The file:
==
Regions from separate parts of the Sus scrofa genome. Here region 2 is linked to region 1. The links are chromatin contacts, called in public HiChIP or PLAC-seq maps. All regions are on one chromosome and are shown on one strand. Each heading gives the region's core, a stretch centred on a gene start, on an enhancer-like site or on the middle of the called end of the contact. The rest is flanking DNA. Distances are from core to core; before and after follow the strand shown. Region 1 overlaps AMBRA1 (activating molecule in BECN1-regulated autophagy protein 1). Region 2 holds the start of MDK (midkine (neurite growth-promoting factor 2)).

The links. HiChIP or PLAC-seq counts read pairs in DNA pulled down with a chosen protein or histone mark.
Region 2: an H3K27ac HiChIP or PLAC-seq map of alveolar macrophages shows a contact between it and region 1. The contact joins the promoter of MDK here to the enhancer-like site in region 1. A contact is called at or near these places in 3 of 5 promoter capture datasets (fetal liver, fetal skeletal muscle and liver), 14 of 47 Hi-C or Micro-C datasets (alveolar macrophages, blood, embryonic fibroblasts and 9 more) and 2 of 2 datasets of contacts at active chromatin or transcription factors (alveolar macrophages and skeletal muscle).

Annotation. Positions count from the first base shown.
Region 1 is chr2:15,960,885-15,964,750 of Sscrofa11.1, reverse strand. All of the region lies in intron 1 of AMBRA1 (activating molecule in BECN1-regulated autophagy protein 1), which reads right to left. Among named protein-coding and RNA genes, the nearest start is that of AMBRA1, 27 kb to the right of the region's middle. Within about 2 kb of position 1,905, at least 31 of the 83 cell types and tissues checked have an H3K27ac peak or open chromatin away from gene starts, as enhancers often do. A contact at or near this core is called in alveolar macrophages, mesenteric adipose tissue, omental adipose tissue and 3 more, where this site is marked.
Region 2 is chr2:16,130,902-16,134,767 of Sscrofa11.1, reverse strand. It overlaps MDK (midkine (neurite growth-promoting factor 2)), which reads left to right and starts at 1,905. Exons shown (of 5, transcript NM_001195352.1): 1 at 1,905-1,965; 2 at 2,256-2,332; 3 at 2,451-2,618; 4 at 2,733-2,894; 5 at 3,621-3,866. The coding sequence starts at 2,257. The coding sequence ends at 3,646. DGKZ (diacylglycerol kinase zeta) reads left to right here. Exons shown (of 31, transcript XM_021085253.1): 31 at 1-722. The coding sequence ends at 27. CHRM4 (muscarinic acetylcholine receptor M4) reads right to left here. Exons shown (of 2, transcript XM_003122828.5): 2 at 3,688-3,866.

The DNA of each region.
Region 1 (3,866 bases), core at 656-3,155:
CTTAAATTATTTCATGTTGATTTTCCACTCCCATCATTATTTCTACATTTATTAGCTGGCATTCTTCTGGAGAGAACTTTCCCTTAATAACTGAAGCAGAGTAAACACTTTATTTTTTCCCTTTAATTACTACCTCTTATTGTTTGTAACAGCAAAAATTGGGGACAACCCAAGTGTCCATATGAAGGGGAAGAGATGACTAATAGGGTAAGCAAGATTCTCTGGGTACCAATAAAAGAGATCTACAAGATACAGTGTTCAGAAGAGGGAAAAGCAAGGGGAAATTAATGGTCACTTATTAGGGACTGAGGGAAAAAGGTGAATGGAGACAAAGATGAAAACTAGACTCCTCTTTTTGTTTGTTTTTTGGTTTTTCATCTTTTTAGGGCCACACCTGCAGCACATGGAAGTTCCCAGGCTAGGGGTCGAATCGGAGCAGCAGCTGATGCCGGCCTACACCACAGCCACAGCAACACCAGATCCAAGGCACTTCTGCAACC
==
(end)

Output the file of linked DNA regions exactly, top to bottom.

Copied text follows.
Regions from separate parts of the Sus scrofa genome. Here region 2 is linked to region 1. The links are chromatin contacts, called in public HiChIP or PLAC-seq maps. All regions are on one chromosome and are shown on one strand. Each heading gives the region's core, a stretch centred on a gene start, on an enhancer-like site or on the middle of the called end of the contact. The rest is flanking DNA. Distances are from core to core; before and after follow the strand shown. Region 1 overlaps AMBRA1 (activating molecule in BECN1-regulated autophagy protein 1). Region 2 holds the start of MDK (midkine (neurite growth-promoting factor 2)).

The links. HiChIP or PLAC-seq counts read pairs in DNA pulled down with a chosen protein or histone mark.
Region 2: an H3K27ac HiChIP or PLAC-seq map of alveolar macrophages shows a contact between it and region 1. The contact joins the promoter of MDK here to the enhancer-like site in region 1. A contact is called at or near these places in 3 of 5 promoter capture datasets (fetal liver, fetal skeletal muscle and liver), 14 of 47 Hi-C or Micro-C datasets (alveolar macrophages, blood, embryonic fibroblasts and 9 more) and 2 of 2 datasets of contacts at active chromatin or transcription factors (alveolar macrophages and skeletal muscle).

Annotation. Positions count from the first base shown.
Region 1 is chr2:15,960,885-15,964,750 of Sscrofa11.1, reverse strand. All of the region lies in intron 1 of AMBRA1 (activating molecule in BECN1-regulated autophagy protein 1), which reads right to left. Among named protein-coding and RNA genes, the nearest start is that of AMBRA1, 27 kb to the right of the region's middle. Within about 2 kb of position 1,905, at least 31 of the 83 cell types and tissues checked have an H3K27ac peak or open chromatin away from gene starts, as enhancers often do. A contact at or near this core is called in alveolar macrophages, mesenteric adipose tissue, omental adipose tissue and 3 more, where this site is marked.
Region 2 is chr2:16,130,902-16,134,767 of Sscrofa11.1, reverse strand. It overlaps MDK (midkine (neurite growth-promoting factor 2)), which reads left to right and starts at 1,905. Exons shown (of 5, transcript NM_001195352.1): 1 at 1,905-1,965; 2 at 2,256-2,332; 3 at 2,451-2,618; 4 at 2,733-2,894; 5 at 3,621-3,866. The coding sequence starts at 2,257. The coding sequence ends at 3,646. DGKZ (diacylglycerol kinase zeta) reads left to right here. Exons shown (of 31, transcript XM_021085253.1): 31 at 1-722. The coding sequence ends at 27. CHRM4 (muscarinic acetylcholine receptor M4) reads right to left here. Exons shown (of 2, transcript XM_003122828.5): 2 at 3,688-3,866.

The DNA of each region.
Region 1 (3,866 bases), core at 656-3,155:
CTTAAATTATTTCATGTTGATTTTCCACTCCCATCATTATTTCTACATTTATTAGCTGGCATTCTTCTGGAGAGAACTTTCCCTTAATAACTGAAGCAGAGTAAACACTTTATTTTTTCCCTTTAATTACTACCTCTTATTGTTTGTAACAGCAAAAATTGGGGACAACCCAAGTGTCCATATGAAGGGGAAGAGATGACTAATAGGGTAAGCAAGATTCTCTGGGTACCAATAAAAGAGATCTACAAGATACAGTGTTCAGAAGAGGGAAAAGCAAGGGGAAATTAATGGTCACTTATTAGGGACTGAGGGAAAAAGGTGAATGGAGACAAAGATGAAAACTAGACTCCTCTTTTTGTTTGTTTTTTGGTTTTTCATCTTTTTAGGGCCACACCTGCAGCACATGGAAGTTCCCAGGCTAGGGGTCGAATCGGAGCAGCAGCTGATGCCGGCCTACACCACAGCCACAGCAACACCAGATCCAAGGCACTTCTGCAACC